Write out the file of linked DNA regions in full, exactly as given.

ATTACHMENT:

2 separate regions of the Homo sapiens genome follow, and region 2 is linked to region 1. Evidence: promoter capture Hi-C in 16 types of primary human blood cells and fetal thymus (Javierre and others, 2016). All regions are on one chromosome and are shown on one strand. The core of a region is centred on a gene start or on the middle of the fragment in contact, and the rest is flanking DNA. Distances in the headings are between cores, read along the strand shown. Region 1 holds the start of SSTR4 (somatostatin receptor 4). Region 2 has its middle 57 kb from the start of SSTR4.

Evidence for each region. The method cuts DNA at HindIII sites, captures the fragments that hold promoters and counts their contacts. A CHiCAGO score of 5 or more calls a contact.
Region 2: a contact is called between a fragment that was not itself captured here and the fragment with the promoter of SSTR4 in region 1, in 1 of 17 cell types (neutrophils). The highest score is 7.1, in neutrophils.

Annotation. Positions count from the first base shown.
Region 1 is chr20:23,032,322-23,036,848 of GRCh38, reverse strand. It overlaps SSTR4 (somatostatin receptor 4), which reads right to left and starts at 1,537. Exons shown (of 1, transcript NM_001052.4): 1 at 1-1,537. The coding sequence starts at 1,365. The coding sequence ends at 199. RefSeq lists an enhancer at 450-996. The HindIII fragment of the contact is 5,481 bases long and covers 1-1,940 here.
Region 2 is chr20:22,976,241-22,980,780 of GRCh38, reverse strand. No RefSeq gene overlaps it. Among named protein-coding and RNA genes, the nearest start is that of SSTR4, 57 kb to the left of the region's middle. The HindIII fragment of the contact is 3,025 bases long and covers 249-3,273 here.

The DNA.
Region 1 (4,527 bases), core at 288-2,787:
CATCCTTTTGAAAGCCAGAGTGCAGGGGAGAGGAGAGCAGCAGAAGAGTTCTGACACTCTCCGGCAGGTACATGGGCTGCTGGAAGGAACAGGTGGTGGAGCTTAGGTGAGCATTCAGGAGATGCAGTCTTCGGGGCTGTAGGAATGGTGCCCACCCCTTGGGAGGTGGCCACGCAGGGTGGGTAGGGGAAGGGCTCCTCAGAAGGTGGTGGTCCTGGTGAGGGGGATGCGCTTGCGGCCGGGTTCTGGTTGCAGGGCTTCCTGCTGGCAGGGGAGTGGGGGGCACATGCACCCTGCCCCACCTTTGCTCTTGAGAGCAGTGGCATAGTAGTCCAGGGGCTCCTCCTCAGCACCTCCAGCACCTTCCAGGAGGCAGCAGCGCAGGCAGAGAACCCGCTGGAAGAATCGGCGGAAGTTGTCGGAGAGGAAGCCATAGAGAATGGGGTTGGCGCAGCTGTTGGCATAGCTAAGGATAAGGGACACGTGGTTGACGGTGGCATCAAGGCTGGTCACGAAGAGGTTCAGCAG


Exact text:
2 separate regions of the Homo sapiens genome follow, and region 2 is linked to region 1. Evidence: promoter capture Hi-C in 16 types of primary human blood cells and fetal thymus (Javierre and others, 2016). All regions are on one chromosome and are shown on one strand. The core of a region is centred on a gene start or on the middle of the fragment in contact, and the rest is flanking DNA. Distances in the headings are between cores, read along the strand shown. Region 1 holds the start of SSTR4 (somatostatin receptor 4). Region 2 has its middle 57 kb from the start of SSTR4.

Evidence for each region. The method cuts DNA at HindIII sites, captures the fragments that hold promoters and counts their contacts. A CHiCAGO score of 5 or more calls a contact.
Region 2: a contact is called between a fragment that was not itself captured here and the fragment with the promoter of SSTR4 in region 1, in 1 of 17 cell types (neutrophils). The highest score is 7.1, in neutrophils.

Annotation. Positions count from the first base shown.
Region 1 is chr20:23,032,322-23,036,848 of GRCh38, reverse strand. It overlaps SSTR4 (somatostatin receptor 4), which reads right to left and starts at 1,537. Exons shown (of 1, transcript NM_001052.4): 1 at 1-1,537. The coding sequence starts at 1,365. The coding sequence ends at 199. RefSeq lists an enhancer at 450-996. The HindIII fragment of the contact is 5,481 bases long and covers 1-1,940 here.
Region 2 is chr20:22,976,241-22,980,780 of GRCh38, reverse strand. No RefSeq gene overlaps it. Among named protein-coding and RNA genes, the nearest start is that of SSTR4, 57 kb to the left of the region's middle. The HindIII fragment of the contact is 3,025 bases long and covers 249-3,273 here.

The DNA.
Region 1 (4,527 bases), core at 288-2,787:
CATCCTTTTGAAAGCCAGAGTGCAGGGGAGAGGAGAGCAGCAGAAGAGTTCTGACACTCTCCGGCAGGTACATGGGCTGCTGGAAGGAACAGGTGGTGGAGCTTAGGTGAGCATTCAGGAGATGCAGTCTTCGGGGCTGTAGGAATGGTGCCCACCCCTTGGGAGGTGGCCACGCAGGGTGGGTAGGGGAAGGGCTCCTCAGAAGGTGGTGGTCCTGGTGAGGGGGATGCGCTTGCGGCCGGGTTCTGGTTGCAGGGCTTCCTGCTGGCAGGGGAGTGGGGGGCACATGCACCCTGCCCCACCTTTGCTCTTGAGAGCAGTGGCATAGTAGTCCAGGGGCTCCTCCTCAGCACCTCCAGCACCTTCCAGGAGGCAGCAGCGCAGGCAGAGAACCCGCTGGAAGAATCGGCGGAAGTTGTCGGAGAGGAAGCCATAGAGAATGGGGTTGGCGCAGCTGTTGGCATAGCTAAGGATAAGGGACACGTGGTTGACGGTGGCATCAAGGCTGGTCACGAAGAGGTTCAGCAG